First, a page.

Graphs in RavenDB: Graph Modeling vs. Document Modeling
Let's explore graphs in RavenDB and look at graph modeling vs. document modeling. Also explore example images.
Join the DZone community and get the full member experience.Join For Free
One of the most important design decisions we made with RavenDB is not forcing users to explicitly create edges between documents. Instead, the edges are actually just normal properties on the documents and can be used as-is. This means that pretty much any existing RavenDB database can immediately start using graph operations, and you don’t need to do anything.
The image below shows an order, using the RavenDB’s sample Northwind dataset. The highlighted portions mark the edges from this document. You can use these to traverse the graph by hopping from document to document.
For example, using:
This is easy to do, migrates well (zero cost to do so, yeah!) and usually matches nicely with what you already have. It does lead to an interesting observation. Typically, in a graph DB, you’ll model everything as a graph. But with RavenDB, you don’t need to do that.
In particular, let’s take a look at the Neo4J’s rendition of Northwind:
As you can see, everything is modeled as a node/edge. This is the only thing you could model it as. With RavenDB, you would typically use a domain driven model. In this case, it means that a value object, like an OrderLIne, will not have its own concrete existence. Either as a node or an edge. Instead, it will be embedded inside its root aggregate (the order).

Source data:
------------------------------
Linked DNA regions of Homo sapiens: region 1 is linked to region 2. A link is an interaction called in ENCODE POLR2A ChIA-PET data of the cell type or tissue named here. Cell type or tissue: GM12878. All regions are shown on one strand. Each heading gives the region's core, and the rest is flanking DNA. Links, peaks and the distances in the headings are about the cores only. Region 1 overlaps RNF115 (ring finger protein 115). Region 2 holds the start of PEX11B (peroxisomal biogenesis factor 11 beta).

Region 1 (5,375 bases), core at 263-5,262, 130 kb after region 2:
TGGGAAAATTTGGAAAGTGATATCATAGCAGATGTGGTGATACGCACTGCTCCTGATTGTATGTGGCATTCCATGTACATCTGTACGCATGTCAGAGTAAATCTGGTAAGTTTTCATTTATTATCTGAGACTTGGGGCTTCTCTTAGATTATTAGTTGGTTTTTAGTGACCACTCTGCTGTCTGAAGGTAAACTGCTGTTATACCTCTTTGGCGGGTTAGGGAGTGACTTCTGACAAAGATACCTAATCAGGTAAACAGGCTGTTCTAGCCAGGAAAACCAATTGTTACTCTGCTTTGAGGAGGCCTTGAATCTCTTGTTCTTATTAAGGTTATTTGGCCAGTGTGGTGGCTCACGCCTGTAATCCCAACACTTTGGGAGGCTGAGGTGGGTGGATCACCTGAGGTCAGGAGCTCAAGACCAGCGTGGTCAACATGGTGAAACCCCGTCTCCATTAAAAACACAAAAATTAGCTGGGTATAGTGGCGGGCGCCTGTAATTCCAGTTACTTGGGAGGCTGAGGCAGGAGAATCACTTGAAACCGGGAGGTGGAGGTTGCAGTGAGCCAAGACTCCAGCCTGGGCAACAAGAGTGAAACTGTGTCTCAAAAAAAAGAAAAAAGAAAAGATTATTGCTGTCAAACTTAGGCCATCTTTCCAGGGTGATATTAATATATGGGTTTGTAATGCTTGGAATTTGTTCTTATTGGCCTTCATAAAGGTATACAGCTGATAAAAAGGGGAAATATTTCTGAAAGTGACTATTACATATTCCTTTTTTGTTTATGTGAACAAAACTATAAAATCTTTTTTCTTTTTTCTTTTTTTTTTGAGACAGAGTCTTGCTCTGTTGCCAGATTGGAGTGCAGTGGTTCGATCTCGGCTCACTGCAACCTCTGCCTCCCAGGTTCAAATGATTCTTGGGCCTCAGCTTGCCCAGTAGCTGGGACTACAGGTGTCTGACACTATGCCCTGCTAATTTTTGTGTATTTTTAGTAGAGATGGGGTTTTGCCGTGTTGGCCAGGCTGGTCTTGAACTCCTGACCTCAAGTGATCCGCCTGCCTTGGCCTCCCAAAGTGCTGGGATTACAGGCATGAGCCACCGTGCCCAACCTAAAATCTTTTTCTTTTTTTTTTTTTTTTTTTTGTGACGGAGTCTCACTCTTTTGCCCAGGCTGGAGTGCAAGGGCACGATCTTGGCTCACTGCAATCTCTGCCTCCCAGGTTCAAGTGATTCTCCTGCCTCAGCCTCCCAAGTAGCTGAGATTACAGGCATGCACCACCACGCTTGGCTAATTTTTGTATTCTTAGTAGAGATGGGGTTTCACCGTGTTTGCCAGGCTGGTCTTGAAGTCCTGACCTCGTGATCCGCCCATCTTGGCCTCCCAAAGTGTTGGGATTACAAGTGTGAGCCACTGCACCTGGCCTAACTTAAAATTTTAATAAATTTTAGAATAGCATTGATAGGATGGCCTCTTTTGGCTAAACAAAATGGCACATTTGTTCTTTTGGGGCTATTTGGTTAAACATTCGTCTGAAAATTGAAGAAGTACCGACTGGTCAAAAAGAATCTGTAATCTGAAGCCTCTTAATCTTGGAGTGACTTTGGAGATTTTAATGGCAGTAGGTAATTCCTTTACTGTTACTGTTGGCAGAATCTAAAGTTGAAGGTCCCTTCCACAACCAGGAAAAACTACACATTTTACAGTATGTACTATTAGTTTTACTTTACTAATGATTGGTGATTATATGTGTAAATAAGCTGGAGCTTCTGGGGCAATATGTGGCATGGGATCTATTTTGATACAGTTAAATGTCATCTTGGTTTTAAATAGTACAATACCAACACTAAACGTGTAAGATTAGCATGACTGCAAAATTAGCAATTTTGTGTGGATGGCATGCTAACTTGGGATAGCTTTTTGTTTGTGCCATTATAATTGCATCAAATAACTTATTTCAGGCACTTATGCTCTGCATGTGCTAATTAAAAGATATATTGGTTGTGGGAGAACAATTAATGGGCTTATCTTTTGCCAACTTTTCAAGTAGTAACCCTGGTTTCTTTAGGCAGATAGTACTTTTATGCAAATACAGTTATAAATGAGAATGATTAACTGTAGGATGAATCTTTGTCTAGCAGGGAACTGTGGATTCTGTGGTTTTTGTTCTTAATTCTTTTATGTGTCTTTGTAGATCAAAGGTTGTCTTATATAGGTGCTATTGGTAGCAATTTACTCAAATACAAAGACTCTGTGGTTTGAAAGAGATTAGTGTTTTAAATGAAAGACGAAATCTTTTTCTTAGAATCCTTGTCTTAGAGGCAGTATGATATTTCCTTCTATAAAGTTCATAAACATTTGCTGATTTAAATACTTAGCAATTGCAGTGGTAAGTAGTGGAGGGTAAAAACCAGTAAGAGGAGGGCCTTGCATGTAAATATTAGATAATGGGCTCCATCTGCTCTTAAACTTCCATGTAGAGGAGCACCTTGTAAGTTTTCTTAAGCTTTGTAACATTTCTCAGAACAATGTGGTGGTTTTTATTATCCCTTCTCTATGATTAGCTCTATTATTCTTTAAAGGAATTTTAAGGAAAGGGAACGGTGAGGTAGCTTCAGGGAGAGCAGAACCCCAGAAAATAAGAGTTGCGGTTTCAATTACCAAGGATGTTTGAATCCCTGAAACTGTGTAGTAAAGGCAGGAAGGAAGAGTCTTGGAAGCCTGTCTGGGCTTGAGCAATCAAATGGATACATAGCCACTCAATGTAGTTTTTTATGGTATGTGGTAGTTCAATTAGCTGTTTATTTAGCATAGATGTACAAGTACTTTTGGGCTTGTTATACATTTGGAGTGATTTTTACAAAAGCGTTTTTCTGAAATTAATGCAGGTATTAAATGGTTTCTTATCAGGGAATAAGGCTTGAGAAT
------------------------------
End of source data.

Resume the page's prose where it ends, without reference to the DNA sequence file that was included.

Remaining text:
Note that this is actually quite interesting because it means that we need to be able to provide the ability to query on complex edges, such as the order lines. Here is how works:
This will give us all the discount products sold in London as well as their discount rate.
Note that in here, unlike previous queries, we use a named alias for the edge. In this case, it gives us the ability to access its properties and project the line’s Discount property to the user. This means that you can have a domain model with strong cohesion and locality, following the domain-driven design principles while still being able to run arbitrary graph queries on it. Combining this with the ability to pull data from indexes (including map/reduce) ones, you have a lot of things that you can do that used to be very hard but now are easy.
Published at DZone with permission of Oren Eini, DZone MVB. See the original article here.
Opinions expressed by DZone contributors are their own.
Effective Java Collection Framework: Best Practices and Tips
Microservices With Apache Camel and Quarkus
How To Approach Java, Databases, and SQL [Video]